It is equally important to agree on cooperation and funding for sustainable infrastructure and biofuel production projects and for developing strategic industries in both regions. Brazil should also support the creation of an alliance of biofuel-producing countries during the Indian presidency of the G20 in 2023 and launch the G20+Africa Forum for cooperation and sustainable development during the Brazilian presidency of the G20 in 2024.  

Build dialog and add vim to the global debate on sustainable development

Finally, Brazil can turn the pandemic and the war in Ukraine into an opportunity to build a dialog between major powers, emerging economies, and developing countries to find joint solutions to global challenges such as a fair energy transition, the eradication of poverty and food insecurity, the implementation of equitable health systems, peace and security, and digital governance. Brazil can also act to refocus the international financial system toward initiatives that accelerate SDG completion, promote climate action in the countries most affected and least responsible for global warming, and advocate debt restructuring for lower-income countries.

...Brazil can turn the pandemic and the war in Ukraine into an opportunity to build a dialog between major powers, emerging economies, and developing countries to find joint solutions to global challenges such as a fair energy transition, the eradication of poverty and food insecurity, the implementation of equitable health systems, peace and security, and digital governance.

Reinvigorating IBSA as a space for political coordination between the Indian, South African, and Brazilian G20 presidencies and the South African and Brazilian BRICS presidencies may be the driver for this effort in the next three years. IBSA should update its original 2003 targets and agenda to align them to certain G20 and BRICS priorities and to offer a positive Global South agenda for international development. Brazil should immediately review its position on India and South Africa's proposal for the WTO to suspend patents for COVID vaccines. Such a move could spur similar BRICS initiatives through the Vaccine Research and Development Center created in 2022.

Brazil could suggest to China the creation of an Alliance for the Eradication of Hunger and Poverty in the upcoming China-CELAC Forum meeting, drawing on both countries' experience in combating hunger and extreme poverty, on the importance of Latin America's agricultural prowess to China's food security and on the significance of the issue in one of the world's most unequal regions. The recently activated Africa-China Alliance for Poverty Alleviation will operate as a platform to share experiences and mobilize resources in support of poverty reduction and agricultural development in Africa.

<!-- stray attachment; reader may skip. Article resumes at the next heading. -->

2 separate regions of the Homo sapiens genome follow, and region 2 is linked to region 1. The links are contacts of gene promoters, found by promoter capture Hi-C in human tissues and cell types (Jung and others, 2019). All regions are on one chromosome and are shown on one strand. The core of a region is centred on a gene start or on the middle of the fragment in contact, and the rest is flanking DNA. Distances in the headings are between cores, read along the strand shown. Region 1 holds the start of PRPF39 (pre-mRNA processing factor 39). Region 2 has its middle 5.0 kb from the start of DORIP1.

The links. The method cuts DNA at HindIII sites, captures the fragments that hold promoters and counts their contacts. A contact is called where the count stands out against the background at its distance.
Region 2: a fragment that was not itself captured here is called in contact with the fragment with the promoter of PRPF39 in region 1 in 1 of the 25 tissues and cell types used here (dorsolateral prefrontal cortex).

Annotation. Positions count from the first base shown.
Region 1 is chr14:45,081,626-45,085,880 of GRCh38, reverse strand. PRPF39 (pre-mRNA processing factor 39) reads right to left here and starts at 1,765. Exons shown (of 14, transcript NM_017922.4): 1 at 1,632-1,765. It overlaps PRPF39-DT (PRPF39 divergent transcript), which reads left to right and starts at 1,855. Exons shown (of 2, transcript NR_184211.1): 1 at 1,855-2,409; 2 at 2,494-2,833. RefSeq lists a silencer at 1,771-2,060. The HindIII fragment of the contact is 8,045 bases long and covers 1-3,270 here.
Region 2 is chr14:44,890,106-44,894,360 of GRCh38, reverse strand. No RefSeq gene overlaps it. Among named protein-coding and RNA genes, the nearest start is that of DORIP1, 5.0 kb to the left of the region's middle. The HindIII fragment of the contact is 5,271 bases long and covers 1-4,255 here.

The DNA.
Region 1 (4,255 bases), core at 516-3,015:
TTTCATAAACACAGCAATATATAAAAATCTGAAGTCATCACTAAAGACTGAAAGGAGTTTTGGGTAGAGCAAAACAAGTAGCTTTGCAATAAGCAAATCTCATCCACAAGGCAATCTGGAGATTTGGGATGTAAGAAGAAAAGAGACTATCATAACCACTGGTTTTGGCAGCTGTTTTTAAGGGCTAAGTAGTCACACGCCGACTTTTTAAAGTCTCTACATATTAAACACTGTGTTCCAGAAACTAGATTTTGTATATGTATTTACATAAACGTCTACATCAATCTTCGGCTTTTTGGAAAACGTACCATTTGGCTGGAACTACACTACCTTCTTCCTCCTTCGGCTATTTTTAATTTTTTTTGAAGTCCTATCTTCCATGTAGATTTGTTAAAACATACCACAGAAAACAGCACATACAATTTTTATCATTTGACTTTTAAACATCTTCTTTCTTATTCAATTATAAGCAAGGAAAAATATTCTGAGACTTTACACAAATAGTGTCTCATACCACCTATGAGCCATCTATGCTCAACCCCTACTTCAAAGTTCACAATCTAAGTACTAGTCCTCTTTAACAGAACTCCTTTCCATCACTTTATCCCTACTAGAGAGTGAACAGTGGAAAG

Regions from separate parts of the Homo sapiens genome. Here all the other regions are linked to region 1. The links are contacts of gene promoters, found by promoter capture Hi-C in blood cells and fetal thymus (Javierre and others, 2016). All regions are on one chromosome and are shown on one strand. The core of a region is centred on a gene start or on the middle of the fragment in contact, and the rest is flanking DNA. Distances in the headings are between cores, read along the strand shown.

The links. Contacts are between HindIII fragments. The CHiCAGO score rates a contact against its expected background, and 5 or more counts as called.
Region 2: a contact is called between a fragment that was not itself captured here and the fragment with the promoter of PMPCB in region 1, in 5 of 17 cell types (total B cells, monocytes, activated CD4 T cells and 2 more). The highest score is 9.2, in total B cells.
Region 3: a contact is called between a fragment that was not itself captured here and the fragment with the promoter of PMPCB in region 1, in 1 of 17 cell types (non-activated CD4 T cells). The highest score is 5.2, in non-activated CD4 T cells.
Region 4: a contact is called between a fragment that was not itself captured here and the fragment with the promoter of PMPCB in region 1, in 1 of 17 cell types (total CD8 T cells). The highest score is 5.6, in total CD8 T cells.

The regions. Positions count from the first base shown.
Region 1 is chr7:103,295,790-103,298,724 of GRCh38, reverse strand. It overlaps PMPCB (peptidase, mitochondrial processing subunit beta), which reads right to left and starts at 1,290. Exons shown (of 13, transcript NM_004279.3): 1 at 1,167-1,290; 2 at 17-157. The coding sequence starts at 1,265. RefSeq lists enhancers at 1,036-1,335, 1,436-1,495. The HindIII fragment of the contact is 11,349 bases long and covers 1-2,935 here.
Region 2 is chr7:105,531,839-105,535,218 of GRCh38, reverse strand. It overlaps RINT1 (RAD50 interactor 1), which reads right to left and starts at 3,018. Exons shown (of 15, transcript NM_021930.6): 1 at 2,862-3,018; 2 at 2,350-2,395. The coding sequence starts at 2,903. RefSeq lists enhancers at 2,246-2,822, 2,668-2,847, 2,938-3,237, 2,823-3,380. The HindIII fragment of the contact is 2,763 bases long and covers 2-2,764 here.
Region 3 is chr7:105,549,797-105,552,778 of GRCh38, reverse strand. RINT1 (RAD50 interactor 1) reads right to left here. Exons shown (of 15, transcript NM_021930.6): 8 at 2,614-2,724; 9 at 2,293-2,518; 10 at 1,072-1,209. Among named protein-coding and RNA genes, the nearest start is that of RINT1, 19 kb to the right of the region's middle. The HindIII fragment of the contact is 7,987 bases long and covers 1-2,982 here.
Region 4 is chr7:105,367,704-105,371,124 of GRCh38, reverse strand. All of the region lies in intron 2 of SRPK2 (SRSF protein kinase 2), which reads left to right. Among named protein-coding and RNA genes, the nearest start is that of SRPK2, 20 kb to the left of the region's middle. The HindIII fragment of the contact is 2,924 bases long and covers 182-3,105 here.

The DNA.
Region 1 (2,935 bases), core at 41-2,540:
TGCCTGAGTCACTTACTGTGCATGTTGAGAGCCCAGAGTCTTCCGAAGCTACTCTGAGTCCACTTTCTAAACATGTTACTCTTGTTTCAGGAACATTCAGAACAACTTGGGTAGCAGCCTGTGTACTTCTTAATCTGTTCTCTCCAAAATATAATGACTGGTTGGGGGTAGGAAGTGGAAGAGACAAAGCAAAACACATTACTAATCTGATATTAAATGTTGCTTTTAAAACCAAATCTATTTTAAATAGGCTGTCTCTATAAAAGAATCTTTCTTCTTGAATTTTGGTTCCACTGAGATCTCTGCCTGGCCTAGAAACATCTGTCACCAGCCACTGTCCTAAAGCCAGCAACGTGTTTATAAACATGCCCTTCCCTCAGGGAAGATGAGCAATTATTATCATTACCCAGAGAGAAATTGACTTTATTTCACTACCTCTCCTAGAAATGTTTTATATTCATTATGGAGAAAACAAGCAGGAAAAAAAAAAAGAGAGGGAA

The proposals mentioned above should be jointly implemented by municipal, state and federal governments and by civil society. The first step will be to create an SDG Department associated with the Office of the President to support CNODS and its working groups, track Brazil's SDG completion, prepare evaluation reports – in line with international trends and discussions on the post-2030 agenda, and in assistance of working groups – and coordinate the publication of the Voluntary National SDG Report. 

The SDG Department could also conduct a national dialog with UN agencies in Brazil and, within the federal government, with the Economic and Social Development Council (CNDES), the Ministry of Foreign Affairs (MRE), and the Ministry of Environment. IPEA and IBGE could provide technical advice on the production of evaluation reports and the Voluntary National SDG Report. The National School of Public Administration (ENAP) could arrange SDG training for government managers and leaders while the ministries of Finance and Planning and the Federal Court of Auditors align the 2030 Agenda and SNF investments with the planning, budgeting, and management cycle.

The Special Department for Strategic Affairs of the Office of the President, the ministries of Finance, Planning and Foreign Affairs, and IPEA could develop studies and organize work groups to anticipate, assimilate and understand the disruptive potential of major global transformations; inform public policies; to guide and prepare meetings of the G20 and BRICS groups and other major conferences that Brazil will host; and spark projects and actions of structural significance for Brazil's position in relation to major global transformations.